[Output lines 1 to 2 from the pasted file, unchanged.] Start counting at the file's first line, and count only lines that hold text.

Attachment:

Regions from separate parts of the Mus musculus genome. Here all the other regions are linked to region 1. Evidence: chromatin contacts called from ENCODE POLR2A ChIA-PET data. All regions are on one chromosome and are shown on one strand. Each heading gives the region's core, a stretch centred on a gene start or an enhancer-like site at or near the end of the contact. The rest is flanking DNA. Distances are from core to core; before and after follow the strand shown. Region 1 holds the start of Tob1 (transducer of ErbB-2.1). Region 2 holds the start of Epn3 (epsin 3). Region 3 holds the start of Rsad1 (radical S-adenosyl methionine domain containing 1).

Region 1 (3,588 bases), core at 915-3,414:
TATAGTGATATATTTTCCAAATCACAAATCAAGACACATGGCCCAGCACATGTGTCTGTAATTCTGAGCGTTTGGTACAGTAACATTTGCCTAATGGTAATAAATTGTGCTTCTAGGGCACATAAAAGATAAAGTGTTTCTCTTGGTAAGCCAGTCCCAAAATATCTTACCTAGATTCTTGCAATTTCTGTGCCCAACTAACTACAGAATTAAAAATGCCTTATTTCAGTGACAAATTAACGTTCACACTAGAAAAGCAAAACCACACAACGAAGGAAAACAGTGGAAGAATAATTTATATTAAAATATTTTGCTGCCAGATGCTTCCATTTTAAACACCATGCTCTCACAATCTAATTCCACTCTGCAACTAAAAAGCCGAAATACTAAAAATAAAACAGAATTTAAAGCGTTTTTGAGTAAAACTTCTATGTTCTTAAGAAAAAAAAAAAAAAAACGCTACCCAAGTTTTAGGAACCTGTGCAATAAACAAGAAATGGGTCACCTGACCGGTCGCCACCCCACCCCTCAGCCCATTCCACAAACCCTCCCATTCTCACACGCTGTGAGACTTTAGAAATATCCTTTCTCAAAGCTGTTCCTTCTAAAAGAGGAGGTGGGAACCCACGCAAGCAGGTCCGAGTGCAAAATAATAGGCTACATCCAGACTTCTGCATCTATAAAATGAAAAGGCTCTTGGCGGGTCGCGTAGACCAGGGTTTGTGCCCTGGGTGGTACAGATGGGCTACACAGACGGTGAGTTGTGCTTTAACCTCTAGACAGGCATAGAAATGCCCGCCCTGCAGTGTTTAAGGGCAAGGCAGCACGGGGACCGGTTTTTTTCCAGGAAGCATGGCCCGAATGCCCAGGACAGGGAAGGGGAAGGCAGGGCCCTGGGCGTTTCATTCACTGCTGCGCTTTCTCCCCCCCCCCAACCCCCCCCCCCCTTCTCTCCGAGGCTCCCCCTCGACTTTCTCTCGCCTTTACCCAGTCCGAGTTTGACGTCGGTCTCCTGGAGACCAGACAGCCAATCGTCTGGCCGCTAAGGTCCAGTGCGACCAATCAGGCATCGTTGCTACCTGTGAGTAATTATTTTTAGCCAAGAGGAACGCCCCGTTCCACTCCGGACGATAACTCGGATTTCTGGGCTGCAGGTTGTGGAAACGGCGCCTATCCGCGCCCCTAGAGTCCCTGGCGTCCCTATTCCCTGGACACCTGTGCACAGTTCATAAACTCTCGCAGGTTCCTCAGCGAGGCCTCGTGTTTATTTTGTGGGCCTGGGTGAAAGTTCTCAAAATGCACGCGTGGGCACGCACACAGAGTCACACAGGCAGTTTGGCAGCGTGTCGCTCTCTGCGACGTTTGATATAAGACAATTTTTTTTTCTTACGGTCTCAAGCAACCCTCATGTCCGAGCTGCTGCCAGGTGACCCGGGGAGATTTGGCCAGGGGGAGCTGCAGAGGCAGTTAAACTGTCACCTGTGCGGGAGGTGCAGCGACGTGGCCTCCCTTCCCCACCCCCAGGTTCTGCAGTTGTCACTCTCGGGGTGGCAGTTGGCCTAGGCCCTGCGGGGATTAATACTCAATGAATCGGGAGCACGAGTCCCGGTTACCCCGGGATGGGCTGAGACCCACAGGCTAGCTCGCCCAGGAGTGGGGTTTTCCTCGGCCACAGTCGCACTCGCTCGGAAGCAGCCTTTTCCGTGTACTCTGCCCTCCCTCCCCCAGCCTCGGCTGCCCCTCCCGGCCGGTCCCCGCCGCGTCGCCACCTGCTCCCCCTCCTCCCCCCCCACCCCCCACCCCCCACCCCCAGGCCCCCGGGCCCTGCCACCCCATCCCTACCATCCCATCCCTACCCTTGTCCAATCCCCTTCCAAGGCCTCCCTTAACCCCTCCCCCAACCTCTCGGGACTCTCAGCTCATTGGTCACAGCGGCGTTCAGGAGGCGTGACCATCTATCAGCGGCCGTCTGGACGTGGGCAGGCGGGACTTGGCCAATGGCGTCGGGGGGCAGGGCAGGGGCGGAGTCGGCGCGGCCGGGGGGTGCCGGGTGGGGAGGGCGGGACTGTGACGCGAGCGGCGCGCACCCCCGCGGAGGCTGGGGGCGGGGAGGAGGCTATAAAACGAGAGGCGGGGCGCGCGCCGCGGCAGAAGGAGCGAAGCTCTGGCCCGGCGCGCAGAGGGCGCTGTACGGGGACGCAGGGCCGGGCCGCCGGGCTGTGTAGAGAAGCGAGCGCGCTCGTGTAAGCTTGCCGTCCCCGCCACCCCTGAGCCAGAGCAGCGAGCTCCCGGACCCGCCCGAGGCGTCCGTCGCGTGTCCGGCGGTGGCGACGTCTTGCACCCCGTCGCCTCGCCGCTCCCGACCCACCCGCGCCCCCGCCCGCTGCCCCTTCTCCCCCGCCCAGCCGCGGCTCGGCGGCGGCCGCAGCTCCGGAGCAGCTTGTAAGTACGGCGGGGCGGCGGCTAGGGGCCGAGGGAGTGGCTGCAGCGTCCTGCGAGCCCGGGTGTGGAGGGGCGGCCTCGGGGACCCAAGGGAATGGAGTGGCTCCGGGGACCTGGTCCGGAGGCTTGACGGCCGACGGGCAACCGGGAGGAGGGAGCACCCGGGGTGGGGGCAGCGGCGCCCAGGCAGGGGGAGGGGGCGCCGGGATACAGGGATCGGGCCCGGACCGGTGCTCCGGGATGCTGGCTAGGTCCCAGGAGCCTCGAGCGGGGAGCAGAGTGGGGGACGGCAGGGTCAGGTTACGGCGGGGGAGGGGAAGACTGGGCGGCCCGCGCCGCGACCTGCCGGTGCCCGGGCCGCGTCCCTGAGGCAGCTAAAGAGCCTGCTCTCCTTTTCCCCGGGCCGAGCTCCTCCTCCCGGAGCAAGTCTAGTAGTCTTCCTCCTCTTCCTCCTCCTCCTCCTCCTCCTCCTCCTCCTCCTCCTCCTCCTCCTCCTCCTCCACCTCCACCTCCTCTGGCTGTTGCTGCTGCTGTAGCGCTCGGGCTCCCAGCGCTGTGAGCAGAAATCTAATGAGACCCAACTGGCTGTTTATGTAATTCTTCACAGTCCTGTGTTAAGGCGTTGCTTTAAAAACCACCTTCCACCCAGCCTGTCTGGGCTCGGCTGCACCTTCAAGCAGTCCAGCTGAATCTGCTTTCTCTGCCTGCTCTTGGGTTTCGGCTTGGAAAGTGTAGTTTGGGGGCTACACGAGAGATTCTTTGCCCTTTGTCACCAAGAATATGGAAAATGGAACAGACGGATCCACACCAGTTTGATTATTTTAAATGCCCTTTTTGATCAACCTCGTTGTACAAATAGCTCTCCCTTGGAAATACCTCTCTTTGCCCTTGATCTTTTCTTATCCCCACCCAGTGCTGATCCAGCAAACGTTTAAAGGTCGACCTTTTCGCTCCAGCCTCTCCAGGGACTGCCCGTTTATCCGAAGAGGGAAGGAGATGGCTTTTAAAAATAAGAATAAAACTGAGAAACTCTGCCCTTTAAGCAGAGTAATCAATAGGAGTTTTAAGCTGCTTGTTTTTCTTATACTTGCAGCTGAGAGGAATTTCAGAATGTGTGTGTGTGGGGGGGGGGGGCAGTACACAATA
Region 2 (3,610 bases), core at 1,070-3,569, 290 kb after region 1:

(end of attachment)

Regions from separate parts of the Mus musculus genome. Here all the other regions are linked to region 1. Evidence: chromatin contacts called from ENCODE POLR2A ChIA-PET data. All regions are on one chromosome and are shown on one strand. Each heading gives the region's core, a stretch centred on a gene start or an enhancer-like site at or near the end of the contact. The rest is flanking DNA. Distances are from core to core; before and after follow the strand shown. Region 1 holds the start of Tob1 (transducer of ErbB-2.1). Region 2 holds the start of Epn3 (epsin 3). Region 3 holds the start of Rsad1 (radical S-adenosyl methionine domain containing 1).

Region 1 (3,588 bases), core at 915-3,414: